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news releases

April 24, 2007

Contact: Elaine Makatura (609) 292-2994
Lawrence Hajna (609) 984-1795


(07/22) TRENTON - The Garden State remains a national leader in reducing the amount of solid waste it sends to landfills but must do more to reverse sagging municipal recycling rates, Department of Environmental Protection Commissioner Lisa P. Jackson said today during ceremonies marking the 20th anniversary of the landmark law that made New Jersey the first state to make recycling mandatory.

"Two decades ago, New Jersey became the first state to require recycling because we were facing a dire shortage of landfill space,'' she said during ceremonies at the Trenton War Memorial commemorating the Statewide Mandatory Source Separation and Recycling Act of 1987.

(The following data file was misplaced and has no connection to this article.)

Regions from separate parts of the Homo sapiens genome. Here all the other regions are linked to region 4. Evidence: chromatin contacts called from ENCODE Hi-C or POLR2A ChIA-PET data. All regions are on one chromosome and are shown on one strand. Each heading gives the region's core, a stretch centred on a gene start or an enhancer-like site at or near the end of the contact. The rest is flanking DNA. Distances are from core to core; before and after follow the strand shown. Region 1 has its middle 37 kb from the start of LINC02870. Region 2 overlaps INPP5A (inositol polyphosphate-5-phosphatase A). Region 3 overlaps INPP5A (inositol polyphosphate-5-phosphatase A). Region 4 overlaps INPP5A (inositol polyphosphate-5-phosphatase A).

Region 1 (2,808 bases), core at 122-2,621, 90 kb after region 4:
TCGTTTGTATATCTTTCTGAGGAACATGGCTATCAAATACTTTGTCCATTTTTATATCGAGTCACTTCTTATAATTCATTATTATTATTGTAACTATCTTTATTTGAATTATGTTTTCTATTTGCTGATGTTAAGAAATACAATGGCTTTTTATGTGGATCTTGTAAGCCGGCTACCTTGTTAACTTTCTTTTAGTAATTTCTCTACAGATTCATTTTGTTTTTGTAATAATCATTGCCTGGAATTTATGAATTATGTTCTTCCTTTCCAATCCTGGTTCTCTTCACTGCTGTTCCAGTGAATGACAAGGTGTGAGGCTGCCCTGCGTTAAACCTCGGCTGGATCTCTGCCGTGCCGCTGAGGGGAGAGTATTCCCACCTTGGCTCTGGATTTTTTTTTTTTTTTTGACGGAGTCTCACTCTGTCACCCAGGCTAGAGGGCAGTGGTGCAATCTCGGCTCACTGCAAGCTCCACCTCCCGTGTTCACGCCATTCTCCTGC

"Recycling remains just as relevant today, and has implications for the future of our entire planet,'' she continued. "Every ton of paper that is recycled spares 17 trees needed to absorb carbon dioxide, the primary greenhouse gas.''

Equally important in the battle against global warming, making products from recycled aluminum, paper and glass requires a small fraction of the energy needed to make the same products from raw materials, Commissioner Jackson added.

Although recycling has become a greater challenge, there is no shortage of innovative thinking, added Commissioner Jackson, who recognized (see accompanying list) the efforts of companies, individuals and institutions who are making a difference.